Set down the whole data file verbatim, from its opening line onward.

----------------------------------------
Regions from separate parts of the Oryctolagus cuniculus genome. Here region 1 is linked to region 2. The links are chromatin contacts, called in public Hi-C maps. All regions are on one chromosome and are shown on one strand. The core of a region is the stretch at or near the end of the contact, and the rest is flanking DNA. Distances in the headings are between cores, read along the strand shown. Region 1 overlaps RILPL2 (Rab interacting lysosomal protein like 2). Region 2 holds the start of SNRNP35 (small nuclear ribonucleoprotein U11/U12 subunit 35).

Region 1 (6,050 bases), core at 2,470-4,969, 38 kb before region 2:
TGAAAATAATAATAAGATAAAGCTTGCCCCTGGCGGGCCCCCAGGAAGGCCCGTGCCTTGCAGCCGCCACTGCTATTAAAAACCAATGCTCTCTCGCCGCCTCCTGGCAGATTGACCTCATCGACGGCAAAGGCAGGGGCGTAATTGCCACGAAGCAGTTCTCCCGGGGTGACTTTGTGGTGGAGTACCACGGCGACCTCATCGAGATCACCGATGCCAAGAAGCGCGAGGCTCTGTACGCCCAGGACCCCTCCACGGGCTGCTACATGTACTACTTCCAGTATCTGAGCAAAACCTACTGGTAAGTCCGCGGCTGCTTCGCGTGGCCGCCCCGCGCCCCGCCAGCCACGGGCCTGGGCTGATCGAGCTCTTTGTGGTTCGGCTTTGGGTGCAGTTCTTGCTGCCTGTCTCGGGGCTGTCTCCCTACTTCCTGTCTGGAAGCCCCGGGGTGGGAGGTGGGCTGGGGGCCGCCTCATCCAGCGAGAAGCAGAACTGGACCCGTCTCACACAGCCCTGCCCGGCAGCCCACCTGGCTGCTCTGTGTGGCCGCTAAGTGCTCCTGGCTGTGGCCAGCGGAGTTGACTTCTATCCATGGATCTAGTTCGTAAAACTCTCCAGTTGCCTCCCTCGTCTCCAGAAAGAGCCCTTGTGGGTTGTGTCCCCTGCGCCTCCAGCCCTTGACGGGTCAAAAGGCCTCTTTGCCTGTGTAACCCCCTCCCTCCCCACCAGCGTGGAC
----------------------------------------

Regions from separate parts of the Oryctolagus cuniculus genome. Here region 1 is linked to region 2. The links are chromatin contacts, called in public Hi-C maps. All regions are on one chromosome and are shown on one strand. The core of a region is the stretch at or near the end of the contact, and the rest is flanking DNA. Distances in the headings are between cores, read along the strand shown. Region 1 overlaps RILPL2 (Rab interacting lysosomal protein like 2). Region 2 holds the start of SNRNP35 (small nuclear ribonucleoprotein U11/U12 subunit 35).

Region 1 (6,050 bases), core at 2,470-4,969, 38 kb before region 2:
TGAAAATAATAATAAGATAAAGCTTGCCCCTGGCGGGCCCCCAGGAAGGCCCGTGCCTTGCAGCCGCCACTGCTATTAAAAACCAATGCTCTCTCGCCGCCTCCTGGCAGATTGACCTCATCGACGGCAAAGGCAGGGGCGTAATTGCCACGAAGCAGTTCTCCCGGGGTGACTTTGTGGTGGAGTACCACGGCGACCTCATCGAGATCACCGATGCCAAGAAGCGCGAGGCTCTGTACGCCCAGGACCCCTCCACGGGCTGCTACATGTACTACTTCCAGTATCTGAGCAAAACCTACTGGTAAGTCCGCGGCTGCTTCGCGTGGCCGCCCCGCGCCCCGCCAGCCACGGGCCTGGGCTGATCGAGCTCTTTGTGGTTCGGCTTTGGGTGCAGTTCTTGCTGCCTGTCTCGGGGCTGTCTCCCTACTTCCTGTCTGGAAGCCCCGGGGTGGGAGGTGGGCTGGGGGCCGCCTCATCCAGCGAGAAGCAGAACTGGACCCGTCTCACACAGCCCTGCCCGGCAGCCCACCTGGCTGCTCTGTGTGGCCGCTAAGTGCTCCTGGCTGTGGCCAGCGGAGTTGACTTCTATCCATGGATCTAGTTCGTAAAACTCTCCAGTTGCCTCCCTCGTCTCCAGAAAGAGCCCTTGTGGGTTGTGTCCCCTGCGCCTCCAGCCCTTGACGGGTCAAAAGGCCTCTTTGCCTGTGTAACCCCCTCCCTCCCCACCAGCGTGGAC